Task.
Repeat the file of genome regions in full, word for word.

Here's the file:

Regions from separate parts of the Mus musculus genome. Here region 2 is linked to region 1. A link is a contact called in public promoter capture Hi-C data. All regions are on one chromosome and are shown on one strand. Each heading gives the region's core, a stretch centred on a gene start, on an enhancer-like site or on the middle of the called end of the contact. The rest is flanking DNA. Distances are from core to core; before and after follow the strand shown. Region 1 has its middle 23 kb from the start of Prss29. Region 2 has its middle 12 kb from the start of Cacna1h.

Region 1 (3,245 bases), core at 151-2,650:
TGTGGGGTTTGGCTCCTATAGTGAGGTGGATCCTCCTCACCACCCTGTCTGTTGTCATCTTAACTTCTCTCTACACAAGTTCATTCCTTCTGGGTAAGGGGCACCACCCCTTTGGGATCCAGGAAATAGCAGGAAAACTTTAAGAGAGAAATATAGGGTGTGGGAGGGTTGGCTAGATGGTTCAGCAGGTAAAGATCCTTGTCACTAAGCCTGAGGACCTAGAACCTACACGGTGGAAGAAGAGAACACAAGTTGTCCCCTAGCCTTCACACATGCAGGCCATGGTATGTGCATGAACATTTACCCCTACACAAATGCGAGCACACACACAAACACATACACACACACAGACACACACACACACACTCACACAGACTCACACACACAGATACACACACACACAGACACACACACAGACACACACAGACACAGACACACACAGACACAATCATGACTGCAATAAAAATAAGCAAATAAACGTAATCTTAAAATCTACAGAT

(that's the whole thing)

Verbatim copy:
Regions from separate parts of the Mus musculus genome. Here region 2 is linked to region 1. A link is a contact called in public promoter capture Hi-C data. All regions are on one chromosome and are shown on one strand. Each heading gives the region's core, a stretch centred on a gene start, on an enhancer-like site or on the middle of the called end of the contact. The rest is flanking DNA. Distances are from core to core; before and after follow the strand shown. Region 1 has its middle 23 kb from the start of Prss29. Region 2 has its middle 12 kb from the start of Cacna1h.

Region 1 (3,245 bases), core at 151-2,650:
TGTGGGGTTTGGCTCCTATAGTGAGGTGGATCCTCCTCACCACCCTGTCTGTTGTCATCTTAACTTCTCTCTACACAAGTTCATTCCTTCTGGGTAAGGGGCACCACCCCTTTGGGATCCAGGAAATAGCAGGAAAACTTTAAGAGAGAAATATAGGGTGTGGGAGGGTTGGCTAGATGGTTCAGCAGGTAAAGATCCTTGTCACTAAGCCTGAGGACCTAGAACCTACACGGTGGAAGAAGAGAACACAAGTTGTCCCCTAGCCTTCACACATGCAGGCCATGGTATGTGCATGAACATTTACCCCTACACAAATGCGAGCACACACACAAACACATACACACACACAGACACACACACACACACTCACACAGACTCACACACACAGATACACACACACACAGACACACACACAGACACACACAGACACAGACACACACAGACACAATCATGACTGCAATAAAAATAAGCAAATAAACGTAATCTTAAAATCTACAGAT